Chocolate can make your good days even better and quell a nagging craving. Think about your last chocolate bar — how did it make you feel? If the answer is anything but ‘amazing,’ you may not have been eating high-quality chocolate.
For people who eat high-quality chocolate regularly, it’s obvious when you bite into a piece of low-quality chocolate. However, for those that aren’t familiar with the differences, it can be difficult to know if you’re eating premium chocolate, also known as couverture chocolate. The following article will discuss a few things to think about the next time you eat a piece of chocolate.
You can tell a lot about the quality of chocolate based on its appearance. By simply looking at a piece of solid chocolate, you can tell if it was crafted to perfection. If a piece of chocolate looks dull and not shiny, if it has too many bubbles, cracks, or patches of discolouration (called “bloom”), there is a risk that it was not properly manufactured, handled or stored.
You don’t need to have the greatest sense of smell in the world to determine if chocolate is high-quality — premium chocolate has a distinct aroma.
Chocolate made from beans grown in different parts of the world in varieties of soils and climates (called the “terroir”), can have unique scents ranging from earthy to floral, even banana!
Cocoa butter — the only fat ingredient in premium couverture chocolate — is notorious for soaking up the smells around it. If it doesn’t smell like chocolate, what does it smell like? If it has a spicy or zesty aroma or smells stale like smoke or cardboard or last night’s pizza, it could mean that the chocolate wasn’t stored in an appropriate airtight, sealed environment.
The Break Test
Snapping a piece of chocolate in half is a great way to determine if it’s high quality. When you break a piece of high-quality chocolate, it should make a very neat, clean, and crisp break. This is the result of tempering. Low-quality chocolate will often make a hollow, soft sound when it’s broken, and it tends to fall into pieces when snapped.
The Texture Test
High-quality chocolate feels delicate and smooth in your mouth, with no grit, coarse texture, or waxy residue. It should melt on your tongue even as you begin to chew it. If you were to hold high-quality couverture chocolate in the palm of your hand, it should begin to melt quickly. This is because couverture chocolate contains extra cocoa butter, and cocoa butter melts at below body temperature.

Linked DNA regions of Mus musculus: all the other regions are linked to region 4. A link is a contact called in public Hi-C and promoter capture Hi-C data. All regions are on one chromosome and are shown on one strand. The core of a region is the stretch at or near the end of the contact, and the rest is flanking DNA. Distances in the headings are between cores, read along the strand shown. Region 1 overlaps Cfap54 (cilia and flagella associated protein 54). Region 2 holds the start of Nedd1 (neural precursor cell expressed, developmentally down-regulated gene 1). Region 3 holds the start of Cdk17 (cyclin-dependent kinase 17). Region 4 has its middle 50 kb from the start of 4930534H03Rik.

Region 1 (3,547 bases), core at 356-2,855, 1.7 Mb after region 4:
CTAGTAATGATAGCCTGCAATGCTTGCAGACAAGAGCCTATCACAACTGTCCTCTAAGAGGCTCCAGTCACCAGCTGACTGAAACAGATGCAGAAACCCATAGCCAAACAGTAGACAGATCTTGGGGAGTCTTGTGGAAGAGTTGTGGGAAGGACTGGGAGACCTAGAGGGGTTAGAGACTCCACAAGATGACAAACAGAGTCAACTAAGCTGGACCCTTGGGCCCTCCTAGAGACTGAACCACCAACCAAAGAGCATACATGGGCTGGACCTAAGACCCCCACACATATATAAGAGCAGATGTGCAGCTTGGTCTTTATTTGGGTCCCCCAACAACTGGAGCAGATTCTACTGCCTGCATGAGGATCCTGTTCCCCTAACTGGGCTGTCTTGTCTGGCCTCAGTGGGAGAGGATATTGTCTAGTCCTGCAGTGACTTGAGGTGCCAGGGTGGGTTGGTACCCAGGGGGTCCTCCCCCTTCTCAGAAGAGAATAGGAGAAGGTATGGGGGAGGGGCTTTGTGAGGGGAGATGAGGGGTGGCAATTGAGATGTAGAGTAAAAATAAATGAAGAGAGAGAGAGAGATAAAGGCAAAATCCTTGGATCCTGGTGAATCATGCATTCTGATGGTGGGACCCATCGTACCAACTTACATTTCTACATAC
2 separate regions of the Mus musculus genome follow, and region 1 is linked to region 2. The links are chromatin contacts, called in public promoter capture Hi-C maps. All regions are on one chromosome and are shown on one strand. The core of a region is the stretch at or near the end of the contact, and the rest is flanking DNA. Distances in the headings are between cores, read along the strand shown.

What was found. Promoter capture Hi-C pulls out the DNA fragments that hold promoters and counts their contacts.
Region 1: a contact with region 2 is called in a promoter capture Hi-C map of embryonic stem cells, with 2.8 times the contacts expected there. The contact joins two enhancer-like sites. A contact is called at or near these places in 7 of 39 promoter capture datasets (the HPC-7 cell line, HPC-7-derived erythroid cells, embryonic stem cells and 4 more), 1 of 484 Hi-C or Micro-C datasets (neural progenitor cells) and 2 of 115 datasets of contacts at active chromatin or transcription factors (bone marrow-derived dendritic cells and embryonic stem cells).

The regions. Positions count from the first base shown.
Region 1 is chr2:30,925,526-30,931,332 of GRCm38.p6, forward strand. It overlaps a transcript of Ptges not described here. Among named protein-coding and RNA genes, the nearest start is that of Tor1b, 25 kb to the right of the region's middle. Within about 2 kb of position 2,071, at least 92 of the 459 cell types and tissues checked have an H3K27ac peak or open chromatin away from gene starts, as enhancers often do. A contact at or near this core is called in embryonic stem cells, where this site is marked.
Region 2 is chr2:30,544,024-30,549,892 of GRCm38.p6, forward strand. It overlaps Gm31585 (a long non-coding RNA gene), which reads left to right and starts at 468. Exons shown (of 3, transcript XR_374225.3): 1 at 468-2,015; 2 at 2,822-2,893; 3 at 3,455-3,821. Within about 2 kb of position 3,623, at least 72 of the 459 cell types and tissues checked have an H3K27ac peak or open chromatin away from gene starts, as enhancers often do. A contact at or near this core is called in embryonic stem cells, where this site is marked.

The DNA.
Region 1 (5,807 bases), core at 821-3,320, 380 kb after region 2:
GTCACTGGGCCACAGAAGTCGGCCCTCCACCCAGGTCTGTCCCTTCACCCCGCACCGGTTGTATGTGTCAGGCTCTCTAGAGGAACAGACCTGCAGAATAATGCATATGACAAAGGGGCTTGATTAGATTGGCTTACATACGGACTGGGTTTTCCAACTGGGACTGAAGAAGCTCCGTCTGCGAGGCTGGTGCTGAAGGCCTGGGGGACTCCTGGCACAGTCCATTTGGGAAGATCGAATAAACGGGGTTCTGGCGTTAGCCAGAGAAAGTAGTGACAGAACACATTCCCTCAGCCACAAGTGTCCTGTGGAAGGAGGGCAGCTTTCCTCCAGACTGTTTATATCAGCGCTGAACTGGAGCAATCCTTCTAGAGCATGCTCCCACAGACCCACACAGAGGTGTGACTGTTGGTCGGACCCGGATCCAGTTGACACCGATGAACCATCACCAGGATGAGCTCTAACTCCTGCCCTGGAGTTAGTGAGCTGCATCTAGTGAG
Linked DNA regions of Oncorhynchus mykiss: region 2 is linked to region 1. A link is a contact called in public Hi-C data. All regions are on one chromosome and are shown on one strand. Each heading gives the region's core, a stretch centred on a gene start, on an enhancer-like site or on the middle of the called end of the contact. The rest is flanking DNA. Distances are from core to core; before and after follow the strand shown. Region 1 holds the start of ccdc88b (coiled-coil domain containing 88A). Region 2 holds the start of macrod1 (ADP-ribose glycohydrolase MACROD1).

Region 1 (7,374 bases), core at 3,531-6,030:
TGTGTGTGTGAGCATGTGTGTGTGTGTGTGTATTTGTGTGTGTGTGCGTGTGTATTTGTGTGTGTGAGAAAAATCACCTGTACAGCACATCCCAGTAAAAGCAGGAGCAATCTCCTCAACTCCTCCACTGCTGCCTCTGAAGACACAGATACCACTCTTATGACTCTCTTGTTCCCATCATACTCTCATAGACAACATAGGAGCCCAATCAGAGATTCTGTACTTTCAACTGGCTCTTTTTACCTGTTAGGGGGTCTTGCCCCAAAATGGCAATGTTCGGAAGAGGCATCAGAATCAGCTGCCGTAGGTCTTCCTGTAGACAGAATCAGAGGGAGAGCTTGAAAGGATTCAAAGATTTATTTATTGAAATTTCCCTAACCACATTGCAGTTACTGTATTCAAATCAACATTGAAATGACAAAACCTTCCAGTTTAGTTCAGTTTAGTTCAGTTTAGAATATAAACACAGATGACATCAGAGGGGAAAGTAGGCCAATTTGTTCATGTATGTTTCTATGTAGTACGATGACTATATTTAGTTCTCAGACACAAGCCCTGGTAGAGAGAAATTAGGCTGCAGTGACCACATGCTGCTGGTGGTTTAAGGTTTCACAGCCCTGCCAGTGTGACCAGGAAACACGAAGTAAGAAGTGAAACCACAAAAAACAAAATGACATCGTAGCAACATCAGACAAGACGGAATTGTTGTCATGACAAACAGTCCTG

The Ingredient List
Just because it’s brown doesn’t mean its chocolate. Did you know the word “chocolate” is a legally regulated term? It’s true. For something to be called real chocolate, it may not contain any vegetable fat other than cocoa butter – no coconut oil, no vegetable oil, no palm oil. If it does, then it cannot be called chocolate. This kind of substance is called “compound” and on the package it must read “candy”, “chocolate-flavoured”, or “chocolatey”.
The next time you’re in the convenience store, have a look at the packages in the candy aisle and you’ll see what we mean.
It’s All About Chocolate
When it comes to chocolate, you really do get what you pay for. And when it comes to real chocolate, less is better — small amounts of real couverture chocolate satisfy your cravings in ways that an entire bar of cheap, waxy, sugary compound chocolate never will.
Once you know the characteristics of high-quality chocolate, you’ll gain a greater appreciation for its value and artistry. Chocolate is our passion, and we want all of our customers to appreciate the craftsmanship behind fine chocolate. For more information on couverture chocolate, feel free to contact us by email, through our social channels, or visit our blog post about couverture chocolate.